Rainfall on window

Impact on the Environment

While monsoons play an important role in replenishing water sources and supporting agriculture, they can also have a severe impact on the environment and ecosystems, triggering intense rainfall, flooding, and landslides that can destroy habitats and displace many species of animals and plants. Aquatic life can suffocate under the influx of water and sediment, while strong currents can wash away the vegetation along riverbanks. On land, the force of the rains and mudslides can strip away soil and vegetation that’s crucial for the survival of some species. Even after the monsoon passes, the landscape may remain uninhabitable for its former occupants. 

Unfortunately, as species struggle to adapt or find new and suitable environments to live in, this leads to biodiversity loss. Over time, recurring extreme monsoon seasons can permanently reshape ecosystems, altering landscapes and hydrology and reducing populations of key species. Ecosystems with high biodiversity and redundancy in ecological roles tend to be more resilient and better equipped to withstand climatic shocks. However, even they have their limits, especially in the face of unprecedented monsoon disasters driven by climate change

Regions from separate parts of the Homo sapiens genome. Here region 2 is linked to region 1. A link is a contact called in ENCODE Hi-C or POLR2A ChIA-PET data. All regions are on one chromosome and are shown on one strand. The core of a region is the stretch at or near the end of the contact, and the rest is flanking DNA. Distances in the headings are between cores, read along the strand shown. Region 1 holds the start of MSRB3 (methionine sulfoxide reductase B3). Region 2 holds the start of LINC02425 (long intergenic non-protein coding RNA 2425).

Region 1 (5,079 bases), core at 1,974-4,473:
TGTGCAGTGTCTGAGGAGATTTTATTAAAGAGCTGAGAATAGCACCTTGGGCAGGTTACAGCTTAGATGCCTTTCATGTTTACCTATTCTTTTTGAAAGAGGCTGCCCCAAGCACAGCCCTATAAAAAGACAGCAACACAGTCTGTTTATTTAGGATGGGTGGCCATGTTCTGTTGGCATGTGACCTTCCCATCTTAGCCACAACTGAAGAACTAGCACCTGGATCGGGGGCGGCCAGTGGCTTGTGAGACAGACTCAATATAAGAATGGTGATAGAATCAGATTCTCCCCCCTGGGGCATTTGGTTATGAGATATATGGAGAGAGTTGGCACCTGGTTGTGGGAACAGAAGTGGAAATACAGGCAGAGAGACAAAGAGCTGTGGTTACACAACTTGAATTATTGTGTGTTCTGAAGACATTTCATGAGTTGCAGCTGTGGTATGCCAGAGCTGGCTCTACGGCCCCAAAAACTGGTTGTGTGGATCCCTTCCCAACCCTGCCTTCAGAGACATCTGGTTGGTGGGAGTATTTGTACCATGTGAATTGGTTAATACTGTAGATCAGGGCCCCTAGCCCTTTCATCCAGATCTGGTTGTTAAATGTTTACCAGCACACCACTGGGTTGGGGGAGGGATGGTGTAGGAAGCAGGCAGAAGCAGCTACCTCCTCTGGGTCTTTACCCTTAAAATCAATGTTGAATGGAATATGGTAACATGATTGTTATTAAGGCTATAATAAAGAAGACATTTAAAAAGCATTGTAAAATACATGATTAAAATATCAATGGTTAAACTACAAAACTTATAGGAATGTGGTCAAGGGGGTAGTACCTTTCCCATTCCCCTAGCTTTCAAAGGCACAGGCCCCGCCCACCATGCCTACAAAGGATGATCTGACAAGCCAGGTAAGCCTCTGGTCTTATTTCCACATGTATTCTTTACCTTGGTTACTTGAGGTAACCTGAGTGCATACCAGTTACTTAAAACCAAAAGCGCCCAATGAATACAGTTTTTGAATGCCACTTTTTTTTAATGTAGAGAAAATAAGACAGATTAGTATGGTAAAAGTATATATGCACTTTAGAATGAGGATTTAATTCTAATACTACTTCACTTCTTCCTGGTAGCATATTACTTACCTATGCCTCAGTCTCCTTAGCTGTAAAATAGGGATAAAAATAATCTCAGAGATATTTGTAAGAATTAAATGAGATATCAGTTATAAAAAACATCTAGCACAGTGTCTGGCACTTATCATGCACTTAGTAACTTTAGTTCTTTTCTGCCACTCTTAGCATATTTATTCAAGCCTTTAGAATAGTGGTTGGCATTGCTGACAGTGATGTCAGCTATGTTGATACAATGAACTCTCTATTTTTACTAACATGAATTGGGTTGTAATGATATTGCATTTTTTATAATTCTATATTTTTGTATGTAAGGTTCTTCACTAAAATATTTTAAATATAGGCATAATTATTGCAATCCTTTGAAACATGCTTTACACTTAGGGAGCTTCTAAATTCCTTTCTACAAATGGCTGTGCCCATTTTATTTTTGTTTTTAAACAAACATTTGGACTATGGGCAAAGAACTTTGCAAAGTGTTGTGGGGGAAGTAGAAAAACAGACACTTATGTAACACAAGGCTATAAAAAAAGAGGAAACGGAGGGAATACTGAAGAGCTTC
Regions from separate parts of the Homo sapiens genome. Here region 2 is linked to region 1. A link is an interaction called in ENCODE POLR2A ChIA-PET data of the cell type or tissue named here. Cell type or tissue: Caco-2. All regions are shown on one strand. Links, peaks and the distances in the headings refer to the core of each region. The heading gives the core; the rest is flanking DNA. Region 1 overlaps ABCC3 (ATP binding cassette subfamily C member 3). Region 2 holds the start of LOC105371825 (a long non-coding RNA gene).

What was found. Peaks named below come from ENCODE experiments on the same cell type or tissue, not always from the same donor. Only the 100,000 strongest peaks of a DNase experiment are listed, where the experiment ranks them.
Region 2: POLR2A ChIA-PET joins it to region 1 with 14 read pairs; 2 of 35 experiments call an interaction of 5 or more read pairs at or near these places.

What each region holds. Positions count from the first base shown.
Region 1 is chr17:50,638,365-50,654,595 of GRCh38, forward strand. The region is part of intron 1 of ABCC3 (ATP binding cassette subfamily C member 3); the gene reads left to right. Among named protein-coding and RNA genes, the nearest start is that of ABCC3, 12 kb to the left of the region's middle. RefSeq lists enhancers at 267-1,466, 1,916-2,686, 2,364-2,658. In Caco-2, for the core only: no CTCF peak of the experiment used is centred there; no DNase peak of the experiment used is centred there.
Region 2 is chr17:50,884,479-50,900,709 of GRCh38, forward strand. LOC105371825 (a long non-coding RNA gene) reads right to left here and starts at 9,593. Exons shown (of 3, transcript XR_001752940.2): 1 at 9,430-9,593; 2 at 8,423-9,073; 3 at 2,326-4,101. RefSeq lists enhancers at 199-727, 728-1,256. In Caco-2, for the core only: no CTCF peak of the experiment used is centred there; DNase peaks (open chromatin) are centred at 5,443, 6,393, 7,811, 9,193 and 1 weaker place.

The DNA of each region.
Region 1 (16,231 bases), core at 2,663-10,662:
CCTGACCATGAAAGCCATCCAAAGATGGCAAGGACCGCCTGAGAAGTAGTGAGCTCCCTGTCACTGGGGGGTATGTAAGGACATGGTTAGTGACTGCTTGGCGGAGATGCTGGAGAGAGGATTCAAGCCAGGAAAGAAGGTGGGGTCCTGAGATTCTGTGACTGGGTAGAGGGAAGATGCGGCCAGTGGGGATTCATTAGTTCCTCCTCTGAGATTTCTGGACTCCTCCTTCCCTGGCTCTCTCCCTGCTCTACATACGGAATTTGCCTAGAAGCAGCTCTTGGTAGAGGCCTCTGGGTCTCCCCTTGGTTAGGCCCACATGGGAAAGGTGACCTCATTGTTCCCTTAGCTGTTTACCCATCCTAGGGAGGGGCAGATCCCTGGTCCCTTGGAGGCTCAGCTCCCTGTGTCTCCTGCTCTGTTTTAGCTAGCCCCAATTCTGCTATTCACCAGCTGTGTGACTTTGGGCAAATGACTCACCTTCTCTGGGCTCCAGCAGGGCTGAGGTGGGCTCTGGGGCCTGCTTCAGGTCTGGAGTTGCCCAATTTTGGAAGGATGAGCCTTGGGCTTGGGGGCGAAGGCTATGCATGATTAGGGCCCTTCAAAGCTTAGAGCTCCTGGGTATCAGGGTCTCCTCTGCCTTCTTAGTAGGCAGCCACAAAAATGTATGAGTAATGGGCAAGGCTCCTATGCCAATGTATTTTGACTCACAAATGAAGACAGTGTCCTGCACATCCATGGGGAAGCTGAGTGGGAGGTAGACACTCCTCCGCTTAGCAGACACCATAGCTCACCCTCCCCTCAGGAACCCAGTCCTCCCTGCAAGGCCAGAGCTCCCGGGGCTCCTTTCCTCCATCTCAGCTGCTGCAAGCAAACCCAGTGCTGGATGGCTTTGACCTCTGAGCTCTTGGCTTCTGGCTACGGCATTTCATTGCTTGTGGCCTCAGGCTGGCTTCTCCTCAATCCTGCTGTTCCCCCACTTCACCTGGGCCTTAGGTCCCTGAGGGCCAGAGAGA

Monsoons in Asia

The behaviour of monsoon patterns varies significantly from region to region across Asia. One of the key differences lies in timing. Monsoon seasons onset at different times throughout the year, with some regions experiencing early rainfall while others wait until later. For example, countries in South Asia (such as India, Bangladesh, Nepal and Pakistan) experience a predominant southwest summer monsoon from June to September. However, the Western Ghats and Himalayan ranges influence the distribution and intensity of precipitation, with some areas receiving exceptionally high rainfall while others remain relatively dry.